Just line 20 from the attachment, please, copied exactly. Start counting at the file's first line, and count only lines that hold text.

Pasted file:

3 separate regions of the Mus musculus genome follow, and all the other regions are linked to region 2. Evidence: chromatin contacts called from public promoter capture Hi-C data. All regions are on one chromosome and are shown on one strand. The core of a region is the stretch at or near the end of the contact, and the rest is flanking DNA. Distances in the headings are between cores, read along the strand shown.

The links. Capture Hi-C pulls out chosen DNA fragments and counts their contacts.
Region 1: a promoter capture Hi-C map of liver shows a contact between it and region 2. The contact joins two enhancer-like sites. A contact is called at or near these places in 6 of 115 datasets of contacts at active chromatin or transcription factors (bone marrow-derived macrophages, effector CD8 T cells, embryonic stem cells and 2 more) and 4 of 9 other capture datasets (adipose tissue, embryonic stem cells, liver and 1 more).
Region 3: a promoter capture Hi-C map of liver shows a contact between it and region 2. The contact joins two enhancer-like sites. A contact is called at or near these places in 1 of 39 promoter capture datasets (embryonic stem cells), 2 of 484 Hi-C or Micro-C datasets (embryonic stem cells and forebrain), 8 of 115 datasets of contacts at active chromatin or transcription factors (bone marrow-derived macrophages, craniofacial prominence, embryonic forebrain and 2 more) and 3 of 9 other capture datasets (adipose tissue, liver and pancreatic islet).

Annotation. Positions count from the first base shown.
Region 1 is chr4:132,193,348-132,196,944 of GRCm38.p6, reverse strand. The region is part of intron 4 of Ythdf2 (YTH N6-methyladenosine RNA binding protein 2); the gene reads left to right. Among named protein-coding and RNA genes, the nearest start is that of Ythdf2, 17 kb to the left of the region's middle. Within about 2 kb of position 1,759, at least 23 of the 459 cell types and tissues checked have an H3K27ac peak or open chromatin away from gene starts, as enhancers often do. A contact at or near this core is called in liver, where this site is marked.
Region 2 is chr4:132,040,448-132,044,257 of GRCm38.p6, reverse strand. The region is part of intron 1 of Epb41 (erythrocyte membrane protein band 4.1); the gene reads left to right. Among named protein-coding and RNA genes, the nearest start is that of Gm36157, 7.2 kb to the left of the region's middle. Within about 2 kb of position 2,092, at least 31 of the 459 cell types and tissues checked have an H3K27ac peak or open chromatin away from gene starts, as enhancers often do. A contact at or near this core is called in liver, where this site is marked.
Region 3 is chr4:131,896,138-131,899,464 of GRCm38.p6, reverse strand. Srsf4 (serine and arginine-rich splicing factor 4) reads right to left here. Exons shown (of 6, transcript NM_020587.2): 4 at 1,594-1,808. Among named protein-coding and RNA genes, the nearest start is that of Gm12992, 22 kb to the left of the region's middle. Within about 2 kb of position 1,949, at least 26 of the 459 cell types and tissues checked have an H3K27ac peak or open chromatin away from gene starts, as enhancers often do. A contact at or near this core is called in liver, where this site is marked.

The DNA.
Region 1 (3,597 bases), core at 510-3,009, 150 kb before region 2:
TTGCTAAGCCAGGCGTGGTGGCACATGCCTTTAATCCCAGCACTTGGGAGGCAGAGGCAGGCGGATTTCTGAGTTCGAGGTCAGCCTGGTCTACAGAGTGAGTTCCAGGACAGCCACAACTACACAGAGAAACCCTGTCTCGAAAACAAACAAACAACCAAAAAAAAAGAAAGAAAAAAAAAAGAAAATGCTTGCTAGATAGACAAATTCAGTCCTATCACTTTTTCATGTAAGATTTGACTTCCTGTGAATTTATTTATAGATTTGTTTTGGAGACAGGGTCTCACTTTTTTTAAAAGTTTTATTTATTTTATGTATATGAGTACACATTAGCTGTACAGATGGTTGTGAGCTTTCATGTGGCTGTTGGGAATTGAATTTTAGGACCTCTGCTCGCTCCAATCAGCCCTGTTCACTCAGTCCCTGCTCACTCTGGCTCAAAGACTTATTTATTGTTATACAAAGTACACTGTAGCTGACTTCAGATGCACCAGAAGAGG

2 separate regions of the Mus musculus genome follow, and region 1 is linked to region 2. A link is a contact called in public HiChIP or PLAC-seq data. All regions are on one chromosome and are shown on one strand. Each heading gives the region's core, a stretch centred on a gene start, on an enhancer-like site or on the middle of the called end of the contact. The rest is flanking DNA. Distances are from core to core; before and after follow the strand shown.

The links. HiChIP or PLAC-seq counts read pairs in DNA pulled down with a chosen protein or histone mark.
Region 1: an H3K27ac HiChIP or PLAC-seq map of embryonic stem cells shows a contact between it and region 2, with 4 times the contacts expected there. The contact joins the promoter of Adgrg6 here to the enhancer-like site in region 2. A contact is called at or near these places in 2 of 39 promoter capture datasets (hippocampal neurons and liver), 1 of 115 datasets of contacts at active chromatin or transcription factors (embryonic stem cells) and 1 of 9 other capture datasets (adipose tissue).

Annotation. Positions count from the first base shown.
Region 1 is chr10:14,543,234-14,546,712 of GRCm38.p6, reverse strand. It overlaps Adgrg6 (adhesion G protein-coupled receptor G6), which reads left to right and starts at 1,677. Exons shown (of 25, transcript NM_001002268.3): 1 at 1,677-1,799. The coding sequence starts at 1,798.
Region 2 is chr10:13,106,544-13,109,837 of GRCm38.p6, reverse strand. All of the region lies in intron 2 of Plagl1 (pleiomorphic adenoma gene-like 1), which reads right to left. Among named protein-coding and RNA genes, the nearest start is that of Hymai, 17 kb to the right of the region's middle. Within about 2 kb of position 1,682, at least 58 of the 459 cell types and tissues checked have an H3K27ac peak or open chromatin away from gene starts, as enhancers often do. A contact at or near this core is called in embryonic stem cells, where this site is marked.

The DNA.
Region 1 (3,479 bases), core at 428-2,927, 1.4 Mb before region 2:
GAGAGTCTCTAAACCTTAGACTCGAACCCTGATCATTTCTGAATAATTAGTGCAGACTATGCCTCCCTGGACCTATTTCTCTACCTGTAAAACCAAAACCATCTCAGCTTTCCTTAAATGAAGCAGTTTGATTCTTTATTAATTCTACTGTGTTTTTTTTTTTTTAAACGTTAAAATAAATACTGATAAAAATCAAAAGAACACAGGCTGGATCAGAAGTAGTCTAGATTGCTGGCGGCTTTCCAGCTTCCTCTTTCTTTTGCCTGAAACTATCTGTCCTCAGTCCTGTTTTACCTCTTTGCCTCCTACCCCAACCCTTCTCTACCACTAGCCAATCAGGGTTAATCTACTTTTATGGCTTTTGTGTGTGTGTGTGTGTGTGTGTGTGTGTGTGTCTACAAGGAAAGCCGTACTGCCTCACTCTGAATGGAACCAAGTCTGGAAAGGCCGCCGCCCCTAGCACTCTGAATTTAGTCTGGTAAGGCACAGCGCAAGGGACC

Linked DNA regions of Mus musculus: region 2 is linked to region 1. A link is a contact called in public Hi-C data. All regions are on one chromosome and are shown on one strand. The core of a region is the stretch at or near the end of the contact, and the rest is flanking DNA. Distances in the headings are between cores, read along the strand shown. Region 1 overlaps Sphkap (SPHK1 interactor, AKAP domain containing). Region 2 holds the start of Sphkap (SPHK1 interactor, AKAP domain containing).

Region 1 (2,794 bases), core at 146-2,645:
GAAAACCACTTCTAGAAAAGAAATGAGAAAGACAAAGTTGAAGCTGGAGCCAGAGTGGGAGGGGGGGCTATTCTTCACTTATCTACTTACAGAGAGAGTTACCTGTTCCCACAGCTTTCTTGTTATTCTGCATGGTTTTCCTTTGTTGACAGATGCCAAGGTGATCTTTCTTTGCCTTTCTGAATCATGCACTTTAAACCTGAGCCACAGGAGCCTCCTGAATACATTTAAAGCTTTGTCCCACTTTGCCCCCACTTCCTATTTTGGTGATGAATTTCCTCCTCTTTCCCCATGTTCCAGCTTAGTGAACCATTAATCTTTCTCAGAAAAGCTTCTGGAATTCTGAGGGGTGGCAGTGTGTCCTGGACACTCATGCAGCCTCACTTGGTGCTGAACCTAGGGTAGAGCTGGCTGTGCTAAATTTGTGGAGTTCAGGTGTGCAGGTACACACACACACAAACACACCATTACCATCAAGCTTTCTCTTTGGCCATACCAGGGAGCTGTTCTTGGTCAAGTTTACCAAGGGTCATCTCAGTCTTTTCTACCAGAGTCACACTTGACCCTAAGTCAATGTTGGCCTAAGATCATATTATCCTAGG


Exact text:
GAGAGTCTCTAAACCTTAGACTCGAACCCTGATCATTTCTGAATAATTAGTGCAGACTATGCCTCCCTGGACCTATTTCTCTACCTGTAAAACCAAAACCATCTCAGCTTTCCTTAAATGAAGCAGTTTGATTCTTTATTAATTCTACTGTGTTTTTTTTTTTTTAAACGTTAAAATAAATACTGATAAAAATCAAAAGAACACAGGCTGGATCAGAAGTAGTCTAGATTGCTGGCGGCTTTCCAGCTTCCTCTTTCTTTTGCCTGAAACTATCTGTCCTCAGTCCTGTTTTACCTCTTTGCCTCCTACCCCAACCCTTCTCTACCACTAGCCAATCAGGGTTAATCTACTTTTATGGCTTTTGTGTGTGTGTGTGTGTGTGTGTGTGTGTGTGTCTACAAGGAAAGCCGTACTGCCTCACTCTGAATGGAACCAAGTCTGGAAAGGCCGCCGCCCCTAGCACTCTGAATTTAGTCTGGTAAGGCACAGCGCAAGGGACC